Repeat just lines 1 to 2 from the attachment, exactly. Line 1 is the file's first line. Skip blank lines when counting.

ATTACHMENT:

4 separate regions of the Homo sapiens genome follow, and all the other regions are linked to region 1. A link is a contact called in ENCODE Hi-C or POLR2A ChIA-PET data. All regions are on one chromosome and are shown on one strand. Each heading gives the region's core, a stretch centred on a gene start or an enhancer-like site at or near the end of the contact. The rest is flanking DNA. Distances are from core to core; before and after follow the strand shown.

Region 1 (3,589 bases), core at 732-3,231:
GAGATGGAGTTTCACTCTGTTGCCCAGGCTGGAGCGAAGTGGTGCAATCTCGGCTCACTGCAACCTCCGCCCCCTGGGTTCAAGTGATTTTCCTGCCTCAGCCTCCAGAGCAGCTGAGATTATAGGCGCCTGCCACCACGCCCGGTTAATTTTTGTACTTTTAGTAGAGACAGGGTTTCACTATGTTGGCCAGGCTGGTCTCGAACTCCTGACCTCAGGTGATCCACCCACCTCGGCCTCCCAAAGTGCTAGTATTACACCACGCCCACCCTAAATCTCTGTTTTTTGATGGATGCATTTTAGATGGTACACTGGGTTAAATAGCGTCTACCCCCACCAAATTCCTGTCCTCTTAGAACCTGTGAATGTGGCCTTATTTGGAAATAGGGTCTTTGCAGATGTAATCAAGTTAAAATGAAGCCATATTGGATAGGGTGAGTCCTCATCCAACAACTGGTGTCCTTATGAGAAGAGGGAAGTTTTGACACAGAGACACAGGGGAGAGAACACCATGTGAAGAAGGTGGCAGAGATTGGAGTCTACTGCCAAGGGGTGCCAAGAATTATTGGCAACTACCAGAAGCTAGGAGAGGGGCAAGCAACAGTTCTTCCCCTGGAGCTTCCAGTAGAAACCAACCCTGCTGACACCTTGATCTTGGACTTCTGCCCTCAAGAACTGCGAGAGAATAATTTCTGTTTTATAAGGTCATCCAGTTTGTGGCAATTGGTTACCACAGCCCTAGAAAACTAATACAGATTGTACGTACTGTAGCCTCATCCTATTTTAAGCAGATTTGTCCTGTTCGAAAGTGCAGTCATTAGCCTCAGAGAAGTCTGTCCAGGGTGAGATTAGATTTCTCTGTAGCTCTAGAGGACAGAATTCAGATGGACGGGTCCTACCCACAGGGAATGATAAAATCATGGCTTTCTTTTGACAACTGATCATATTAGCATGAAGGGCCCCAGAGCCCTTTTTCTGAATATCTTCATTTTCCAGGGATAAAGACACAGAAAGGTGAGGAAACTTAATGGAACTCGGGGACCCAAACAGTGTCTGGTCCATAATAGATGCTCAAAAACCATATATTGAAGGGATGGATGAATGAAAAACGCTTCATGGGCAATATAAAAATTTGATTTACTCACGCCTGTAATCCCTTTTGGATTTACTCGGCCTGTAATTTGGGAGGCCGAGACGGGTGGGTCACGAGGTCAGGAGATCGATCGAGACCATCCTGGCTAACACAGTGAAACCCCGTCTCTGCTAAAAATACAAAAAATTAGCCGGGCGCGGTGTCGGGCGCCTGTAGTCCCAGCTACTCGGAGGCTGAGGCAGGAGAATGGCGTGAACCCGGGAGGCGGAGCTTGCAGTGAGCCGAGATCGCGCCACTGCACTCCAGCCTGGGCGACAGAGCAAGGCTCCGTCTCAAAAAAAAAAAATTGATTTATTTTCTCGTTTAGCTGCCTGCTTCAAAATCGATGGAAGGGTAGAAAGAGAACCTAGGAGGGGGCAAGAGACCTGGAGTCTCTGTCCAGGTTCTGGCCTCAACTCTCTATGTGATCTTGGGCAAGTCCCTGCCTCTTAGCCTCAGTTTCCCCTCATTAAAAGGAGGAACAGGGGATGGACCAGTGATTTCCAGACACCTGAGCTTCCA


4 separate regions of the Homo sapiens genome follow, and all the other regions are linked to region 1. A link is a contact called in ENCODE Hi-C or POLR2A ChIA-PET data. All regions are on one chromosome and are shown on one strand. Each heading gives the region's core, a stretch centred on a gene start or an enhancer-like site at or near the end of the contact. The rest is flanking DNA. Distances are from core to core; before and after follow the strand shown.

Region 1 (3,589 bases), core at 732-3,231: